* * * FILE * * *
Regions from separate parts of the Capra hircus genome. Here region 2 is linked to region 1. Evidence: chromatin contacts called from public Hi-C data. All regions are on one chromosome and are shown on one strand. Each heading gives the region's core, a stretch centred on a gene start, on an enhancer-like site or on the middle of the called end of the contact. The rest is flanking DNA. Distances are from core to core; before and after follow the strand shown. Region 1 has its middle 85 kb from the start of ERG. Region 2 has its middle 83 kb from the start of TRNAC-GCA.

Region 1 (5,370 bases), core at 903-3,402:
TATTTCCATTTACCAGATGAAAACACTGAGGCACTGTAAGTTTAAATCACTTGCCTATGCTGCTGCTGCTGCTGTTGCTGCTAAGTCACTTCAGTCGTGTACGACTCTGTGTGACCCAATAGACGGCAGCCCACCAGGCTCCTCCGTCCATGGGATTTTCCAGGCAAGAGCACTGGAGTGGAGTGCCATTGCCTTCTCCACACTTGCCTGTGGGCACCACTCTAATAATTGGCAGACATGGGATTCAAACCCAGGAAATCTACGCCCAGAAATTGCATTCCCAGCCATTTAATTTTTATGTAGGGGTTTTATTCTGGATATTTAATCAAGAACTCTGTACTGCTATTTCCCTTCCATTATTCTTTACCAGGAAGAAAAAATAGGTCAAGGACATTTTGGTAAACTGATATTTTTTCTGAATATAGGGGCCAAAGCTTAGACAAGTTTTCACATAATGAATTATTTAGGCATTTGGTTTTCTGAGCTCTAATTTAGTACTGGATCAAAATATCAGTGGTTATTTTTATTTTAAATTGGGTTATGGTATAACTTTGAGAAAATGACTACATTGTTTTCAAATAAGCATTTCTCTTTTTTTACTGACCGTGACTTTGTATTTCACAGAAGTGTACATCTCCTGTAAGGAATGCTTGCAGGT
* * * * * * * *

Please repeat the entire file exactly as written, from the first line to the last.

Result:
Regions from separate parts of the Capra hircus genome. Here region 2 is linked to region 1. Evidence: chromatin contacts called from public Hi-C data. All regions are on one chromosome and are shown on one strand. Each heading gives the region's core, a stretch centred on a gene start, on an enhancer-like site or on the middle of the called end of the contact. The rest is flanking DNA. Distances are from core to core; before and after follow the strand shown. Region 1 has its middle 85 kb from the start of ERG. Region 2 has its middle 83 kb from the start of TRNAC-GCA.

Region 1 (5,370 bases), core at 903-3,402:
TATTTCCATTTACCAGATGAAAACACTGAGGCACTGTAAGTTTAAATCACTTGCCTATGCTGCTGCTGCTGCTGTTGCTGCTAAGTCACTTCAGTCGTGTACGACTCTGTGTGACCCAATAGACGGCAGCCCACCAGGCTCCTCCGTCCATGGGATTTTCCAGGCAAGAGCACTGGAGTGGAGTGCCATTGCCTTCTCCACACTTGCCTGTGGGCACCACTCTAATAATTGGCAGACATGGGATTCAAACCCAGGAAATCTACGCCCAGAAATTGCATTCCCAGCCATTTAATTTTTATGTAGGGGTTTTATTCTGGATATTTAATCAAGAACTCTGTACTGCTATTTCCCTTCCATTATTCTTTACCAGGAAGAAAAAATAGGTCAAGGACATTTTGGTAAACTGATATTTTTTCTGAATATAGGGGCCAAAGCTTAGACAAGTTTTCACATAATGAATTATTTAGGCATTTGGTTTTCTGAGCTCTAATTTAGTACTGGATCAAAATATCAGTGGTTATTTTTATTTTAAATTGGGTTATGGTATAACTTTGAGAAAATGACTACATTGTTTTCAAATAAGCATTTCTCTTTTTTTACTGACCGTGACTTTGTATTTCACAGAAGTGTACATCTCCTGTAAGGAATGCTTGCAGGT